Nationalist party quits government, prepares for municipal election
Nothing is ever simple in the South Caucasus, and no sooner had world leaders hailed a ground-breaking announcement from Armenia and Turkey that might set the scene for the normalization of relations between the two estranged neighbors, than nationalists throughout the region became agitated. Here in Yerevan, the Armenian Revolutionary Federation — Dashanktsutyun, for example, announced that it would leave the coalition government it has been supportive of for over a decade.
True, what appears to be U.S.-led efforts to bring the Armenia and Turkey together was always going to to irk the party which still lays claims to territory not only in the country’s western neighbor, but also in Azerbaijan and Georgia, but despite similar threats in the past, this has been the first time the ARF-D appears to have followed through. On Monday, the party formally announced its departure from government.
In a written statement, the Dashnaktsutyun leadership in Armenia reiterated the nationalist party’s condemnation of an agreement on the normalization of Turkish-Armenian relations announced by the two governments on Wednesday. “We also have fundamental disagreements with the Armenian authorities’ position on some issues raised during Armenia-Turkey negotiations,” it said. link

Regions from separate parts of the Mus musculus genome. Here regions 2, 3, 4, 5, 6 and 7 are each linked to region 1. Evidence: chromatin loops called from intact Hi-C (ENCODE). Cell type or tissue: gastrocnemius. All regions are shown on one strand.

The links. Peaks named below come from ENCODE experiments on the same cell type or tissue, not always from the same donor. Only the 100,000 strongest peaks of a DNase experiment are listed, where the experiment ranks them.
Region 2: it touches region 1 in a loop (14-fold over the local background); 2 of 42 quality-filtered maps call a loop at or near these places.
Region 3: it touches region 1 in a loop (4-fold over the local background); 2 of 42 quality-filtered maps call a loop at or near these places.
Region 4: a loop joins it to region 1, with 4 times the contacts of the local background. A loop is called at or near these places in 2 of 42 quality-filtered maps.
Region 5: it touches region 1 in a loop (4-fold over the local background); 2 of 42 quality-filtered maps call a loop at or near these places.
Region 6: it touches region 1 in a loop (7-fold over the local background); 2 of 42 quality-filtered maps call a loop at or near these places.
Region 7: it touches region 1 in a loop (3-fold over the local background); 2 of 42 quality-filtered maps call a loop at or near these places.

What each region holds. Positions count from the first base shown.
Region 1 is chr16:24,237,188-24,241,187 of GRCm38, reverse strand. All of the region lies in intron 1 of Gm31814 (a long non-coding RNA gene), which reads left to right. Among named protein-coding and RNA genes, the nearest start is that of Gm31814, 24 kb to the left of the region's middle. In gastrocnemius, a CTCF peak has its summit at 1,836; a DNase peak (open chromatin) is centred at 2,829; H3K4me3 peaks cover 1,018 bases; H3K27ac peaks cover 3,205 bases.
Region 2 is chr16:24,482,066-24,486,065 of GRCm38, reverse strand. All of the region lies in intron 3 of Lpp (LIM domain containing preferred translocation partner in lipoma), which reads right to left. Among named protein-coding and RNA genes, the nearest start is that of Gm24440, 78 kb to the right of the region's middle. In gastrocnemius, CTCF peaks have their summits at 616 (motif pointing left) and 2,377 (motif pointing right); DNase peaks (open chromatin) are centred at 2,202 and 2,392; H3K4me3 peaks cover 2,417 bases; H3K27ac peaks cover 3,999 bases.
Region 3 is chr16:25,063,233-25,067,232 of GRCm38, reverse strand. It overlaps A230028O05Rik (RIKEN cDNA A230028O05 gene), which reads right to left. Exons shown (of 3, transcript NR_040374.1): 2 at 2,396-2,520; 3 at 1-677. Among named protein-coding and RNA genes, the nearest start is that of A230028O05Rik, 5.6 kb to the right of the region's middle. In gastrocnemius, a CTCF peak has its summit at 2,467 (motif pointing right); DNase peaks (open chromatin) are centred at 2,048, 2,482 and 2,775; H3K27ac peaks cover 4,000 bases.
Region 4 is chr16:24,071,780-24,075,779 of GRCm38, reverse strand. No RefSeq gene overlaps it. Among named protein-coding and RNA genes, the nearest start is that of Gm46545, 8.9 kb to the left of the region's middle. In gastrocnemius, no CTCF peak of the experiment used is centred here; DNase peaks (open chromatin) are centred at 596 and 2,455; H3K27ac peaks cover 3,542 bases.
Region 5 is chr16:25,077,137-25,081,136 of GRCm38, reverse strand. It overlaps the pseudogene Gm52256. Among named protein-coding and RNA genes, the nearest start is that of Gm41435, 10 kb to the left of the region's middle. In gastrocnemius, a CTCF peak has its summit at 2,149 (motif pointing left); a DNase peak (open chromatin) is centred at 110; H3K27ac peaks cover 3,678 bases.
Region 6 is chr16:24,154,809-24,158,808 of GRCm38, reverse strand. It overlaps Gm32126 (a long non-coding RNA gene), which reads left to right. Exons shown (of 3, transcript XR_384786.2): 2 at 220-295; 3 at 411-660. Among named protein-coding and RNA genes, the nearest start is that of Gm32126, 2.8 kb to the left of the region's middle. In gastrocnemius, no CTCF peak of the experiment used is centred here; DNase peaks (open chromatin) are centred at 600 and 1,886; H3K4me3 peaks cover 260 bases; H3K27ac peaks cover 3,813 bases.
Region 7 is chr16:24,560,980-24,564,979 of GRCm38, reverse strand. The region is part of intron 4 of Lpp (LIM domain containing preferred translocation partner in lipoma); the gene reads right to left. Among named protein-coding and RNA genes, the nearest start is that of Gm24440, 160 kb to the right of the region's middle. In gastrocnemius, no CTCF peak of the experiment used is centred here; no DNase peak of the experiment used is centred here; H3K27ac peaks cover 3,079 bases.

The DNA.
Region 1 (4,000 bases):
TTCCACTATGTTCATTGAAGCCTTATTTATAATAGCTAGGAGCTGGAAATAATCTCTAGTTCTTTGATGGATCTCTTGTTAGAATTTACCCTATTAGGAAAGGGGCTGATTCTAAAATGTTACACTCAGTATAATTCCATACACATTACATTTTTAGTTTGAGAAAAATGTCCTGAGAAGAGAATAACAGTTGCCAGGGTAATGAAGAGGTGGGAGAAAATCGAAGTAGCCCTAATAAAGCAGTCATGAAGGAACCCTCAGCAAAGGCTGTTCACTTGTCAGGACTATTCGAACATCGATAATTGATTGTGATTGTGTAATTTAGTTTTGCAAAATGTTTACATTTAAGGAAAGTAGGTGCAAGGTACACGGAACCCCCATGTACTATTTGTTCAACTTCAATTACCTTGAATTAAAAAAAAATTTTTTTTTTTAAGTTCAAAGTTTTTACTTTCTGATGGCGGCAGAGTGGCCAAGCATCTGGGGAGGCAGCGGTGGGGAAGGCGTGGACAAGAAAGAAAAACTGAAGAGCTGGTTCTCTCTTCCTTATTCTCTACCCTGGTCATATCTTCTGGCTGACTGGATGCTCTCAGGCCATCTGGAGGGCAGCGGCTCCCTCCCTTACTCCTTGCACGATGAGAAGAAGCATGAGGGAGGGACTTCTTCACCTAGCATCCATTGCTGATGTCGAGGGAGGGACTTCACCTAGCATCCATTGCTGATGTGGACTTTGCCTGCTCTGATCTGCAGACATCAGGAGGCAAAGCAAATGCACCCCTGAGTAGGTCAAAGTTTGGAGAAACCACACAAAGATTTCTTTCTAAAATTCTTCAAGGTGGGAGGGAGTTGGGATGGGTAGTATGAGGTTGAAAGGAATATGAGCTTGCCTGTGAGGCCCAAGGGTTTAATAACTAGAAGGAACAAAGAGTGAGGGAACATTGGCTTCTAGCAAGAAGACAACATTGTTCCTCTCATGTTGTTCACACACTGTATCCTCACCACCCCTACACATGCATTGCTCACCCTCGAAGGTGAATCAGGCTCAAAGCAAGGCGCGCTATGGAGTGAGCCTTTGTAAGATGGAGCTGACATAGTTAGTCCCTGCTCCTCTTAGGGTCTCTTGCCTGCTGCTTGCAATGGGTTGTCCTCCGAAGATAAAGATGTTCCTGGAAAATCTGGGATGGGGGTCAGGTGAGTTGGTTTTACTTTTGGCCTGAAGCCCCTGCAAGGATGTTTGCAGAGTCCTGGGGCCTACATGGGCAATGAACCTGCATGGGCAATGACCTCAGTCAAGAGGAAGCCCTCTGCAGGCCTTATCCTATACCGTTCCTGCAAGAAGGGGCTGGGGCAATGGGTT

That the party has lasted this long in government is more of an issue, however, with many of its supporters believing that the move long been been overdue. Banned in the mid-90s, allegedly for forming an armed gang in preparation for a coup d’etat planned to oust Armenia’s first president, now extra-parliamentary opposition leader, Levon Ter-Petrossian, the party rose to power through unflinching support his successor, Robert Kocharian.
A decade of falsified elections, spiralling corruption, human rights abuses and a 20-day state of emergency declared after last year’s post-election clashes which left 10 dead, the party now seeks to position itself as a "constructive" alternative opposition to a government it has otherwise loyally served. Yet, coming as it does just a week before the start of the campaign period for next month’s crucial municipal election in the Armenian capital, others are not so convinced.
Seeking to attract the votes from those disgruntled by the authorities has been a feature of the ARF-D in every local, parliamentary and presidential vote since 2003. And this being Armenia, where opposition parties and their supporters are often subject to attacks and intimidation, many will not truly take the party at its word until there are signs that the authorities plan to frustrate and disrupt their activities.
However, while two opposition youth activists and one online journal editor were attacked and beaten this week, the ARF-D instead appears to enjoy a special relation with its former colleagues in power. Although leaving the government ostenibly because of disagreements over foreign policy, they have also been allowed to retain control over two key parliamentary sub-committees. The move has raised eyebrows among members of the traditional opposition in Armenia.
Read the rest of this post on Onnik’s blog.